Written by a Brit who has lived in Poland for more than twenty years, this book challenges some accepted thinking in the West about Poland and about the rise of Law and Justice (PiS) as the ruling party in 2015. It is a remarkable account of the Polish post-1989 transition and contemporary politics, combining personal views and experience with careful fact and material collections. The result is a vivid description of the events and scrupulous explanations of the political processes, and all this with an interesting twist – a perspective of a foreigner and insider at the same time. Settled in the position of participant observer, Jo Harper combines the methods of macro and micro analysis with CDA, critical discourse analysis. He presents and interprets the constituent elements and issues of contemporary Poland: the main political forces, the Church, the media, issues of gender, the Russian connection, the much-disputed judicial reform and many others.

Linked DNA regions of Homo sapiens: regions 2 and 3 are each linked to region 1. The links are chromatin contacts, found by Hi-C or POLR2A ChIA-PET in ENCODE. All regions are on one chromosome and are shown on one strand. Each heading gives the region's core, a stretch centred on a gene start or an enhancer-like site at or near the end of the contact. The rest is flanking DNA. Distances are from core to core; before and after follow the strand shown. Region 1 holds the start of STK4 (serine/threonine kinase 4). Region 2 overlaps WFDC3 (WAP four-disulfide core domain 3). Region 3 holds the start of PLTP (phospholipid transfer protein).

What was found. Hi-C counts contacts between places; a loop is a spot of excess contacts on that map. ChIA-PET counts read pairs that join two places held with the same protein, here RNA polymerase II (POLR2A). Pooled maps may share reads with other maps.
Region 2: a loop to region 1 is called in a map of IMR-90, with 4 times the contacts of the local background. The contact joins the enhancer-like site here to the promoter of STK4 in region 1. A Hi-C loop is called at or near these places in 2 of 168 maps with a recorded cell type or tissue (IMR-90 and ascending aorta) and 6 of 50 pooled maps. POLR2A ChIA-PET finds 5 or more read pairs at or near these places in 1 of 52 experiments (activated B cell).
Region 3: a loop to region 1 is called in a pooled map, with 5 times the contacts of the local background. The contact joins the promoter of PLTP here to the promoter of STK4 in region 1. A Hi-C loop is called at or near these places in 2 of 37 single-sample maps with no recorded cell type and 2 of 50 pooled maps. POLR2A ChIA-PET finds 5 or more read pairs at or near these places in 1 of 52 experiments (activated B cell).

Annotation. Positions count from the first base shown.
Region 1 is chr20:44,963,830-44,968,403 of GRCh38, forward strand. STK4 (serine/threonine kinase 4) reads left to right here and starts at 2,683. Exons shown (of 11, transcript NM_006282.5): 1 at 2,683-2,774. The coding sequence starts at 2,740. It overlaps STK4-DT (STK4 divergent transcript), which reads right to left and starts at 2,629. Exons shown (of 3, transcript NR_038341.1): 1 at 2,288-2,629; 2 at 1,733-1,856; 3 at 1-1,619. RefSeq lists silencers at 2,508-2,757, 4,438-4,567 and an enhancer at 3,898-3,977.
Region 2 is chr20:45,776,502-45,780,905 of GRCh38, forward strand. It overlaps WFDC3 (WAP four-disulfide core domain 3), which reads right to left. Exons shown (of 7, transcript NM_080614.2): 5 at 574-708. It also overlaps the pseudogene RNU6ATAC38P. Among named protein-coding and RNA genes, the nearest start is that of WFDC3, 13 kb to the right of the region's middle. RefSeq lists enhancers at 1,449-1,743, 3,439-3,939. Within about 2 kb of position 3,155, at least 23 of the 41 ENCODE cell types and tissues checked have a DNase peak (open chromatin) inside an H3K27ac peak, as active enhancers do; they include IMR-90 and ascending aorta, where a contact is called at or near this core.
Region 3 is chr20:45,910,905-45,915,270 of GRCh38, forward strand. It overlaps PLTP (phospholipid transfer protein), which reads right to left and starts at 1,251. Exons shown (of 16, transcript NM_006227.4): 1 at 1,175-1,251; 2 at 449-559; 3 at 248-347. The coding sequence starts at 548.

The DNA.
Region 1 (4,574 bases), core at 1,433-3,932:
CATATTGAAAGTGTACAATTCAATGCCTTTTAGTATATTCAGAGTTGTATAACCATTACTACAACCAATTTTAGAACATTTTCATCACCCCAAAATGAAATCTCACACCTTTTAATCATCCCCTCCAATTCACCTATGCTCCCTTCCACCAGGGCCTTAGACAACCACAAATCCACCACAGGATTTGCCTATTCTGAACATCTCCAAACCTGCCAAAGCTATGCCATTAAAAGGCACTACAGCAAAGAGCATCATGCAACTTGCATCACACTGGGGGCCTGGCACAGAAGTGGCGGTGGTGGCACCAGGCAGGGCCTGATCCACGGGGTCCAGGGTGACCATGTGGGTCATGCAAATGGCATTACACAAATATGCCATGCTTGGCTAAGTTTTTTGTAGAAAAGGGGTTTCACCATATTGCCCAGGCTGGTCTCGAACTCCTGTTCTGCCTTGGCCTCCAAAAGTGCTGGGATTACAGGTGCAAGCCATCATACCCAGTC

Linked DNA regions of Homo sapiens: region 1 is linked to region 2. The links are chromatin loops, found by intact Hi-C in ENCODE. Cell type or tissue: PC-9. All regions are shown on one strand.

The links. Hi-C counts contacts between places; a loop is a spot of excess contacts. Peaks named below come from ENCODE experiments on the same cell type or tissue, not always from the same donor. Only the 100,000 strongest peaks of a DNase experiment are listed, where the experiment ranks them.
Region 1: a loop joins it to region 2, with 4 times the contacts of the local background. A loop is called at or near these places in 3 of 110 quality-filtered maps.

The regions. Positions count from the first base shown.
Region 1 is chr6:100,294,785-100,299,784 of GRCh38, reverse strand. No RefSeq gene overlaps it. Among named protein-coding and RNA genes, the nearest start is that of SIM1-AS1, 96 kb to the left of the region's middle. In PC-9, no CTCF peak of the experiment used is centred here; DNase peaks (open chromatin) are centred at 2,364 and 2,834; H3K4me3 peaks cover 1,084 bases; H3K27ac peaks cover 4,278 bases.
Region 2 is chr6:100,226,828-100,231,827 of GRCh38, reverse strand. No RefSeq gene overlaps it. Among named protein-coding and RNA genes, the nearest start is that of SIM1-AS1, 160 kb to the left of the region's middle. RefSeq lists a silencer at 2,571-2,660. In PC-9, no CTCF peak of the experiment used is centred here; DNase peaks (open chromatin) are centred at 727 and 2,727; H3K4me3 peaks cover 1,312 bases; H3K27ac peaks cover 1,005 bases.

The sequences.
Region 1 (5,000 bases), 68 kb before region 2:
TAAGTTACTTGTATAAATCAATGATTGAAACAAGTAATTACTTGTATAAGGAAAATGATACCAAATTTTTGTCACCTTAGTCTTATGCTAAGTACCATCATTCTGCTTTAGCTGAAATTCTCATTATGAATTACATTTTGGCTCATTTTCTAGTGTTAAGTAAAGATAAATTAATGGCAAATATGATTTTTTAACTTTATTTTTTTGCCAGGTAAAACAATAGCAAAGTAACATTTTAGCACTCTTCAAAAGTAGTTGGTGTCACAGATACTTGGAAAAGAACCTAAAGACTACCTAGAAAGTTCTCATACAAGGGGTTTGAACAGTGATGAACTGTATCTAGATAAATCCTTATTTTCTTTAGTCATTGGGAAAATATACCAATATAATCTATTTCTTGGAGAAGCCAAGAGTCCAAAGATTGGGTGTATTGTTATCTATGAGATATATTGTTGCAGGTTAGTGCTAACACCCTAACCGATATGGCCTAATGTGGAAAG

A special feature of the book is the detailed examination of the coverage of the Poland's latest two elections, one in 2019 (parliamentary) and the other in 2020 (presidential) in the British media, an insightful and witty specimen of comparative cultural and political analysis.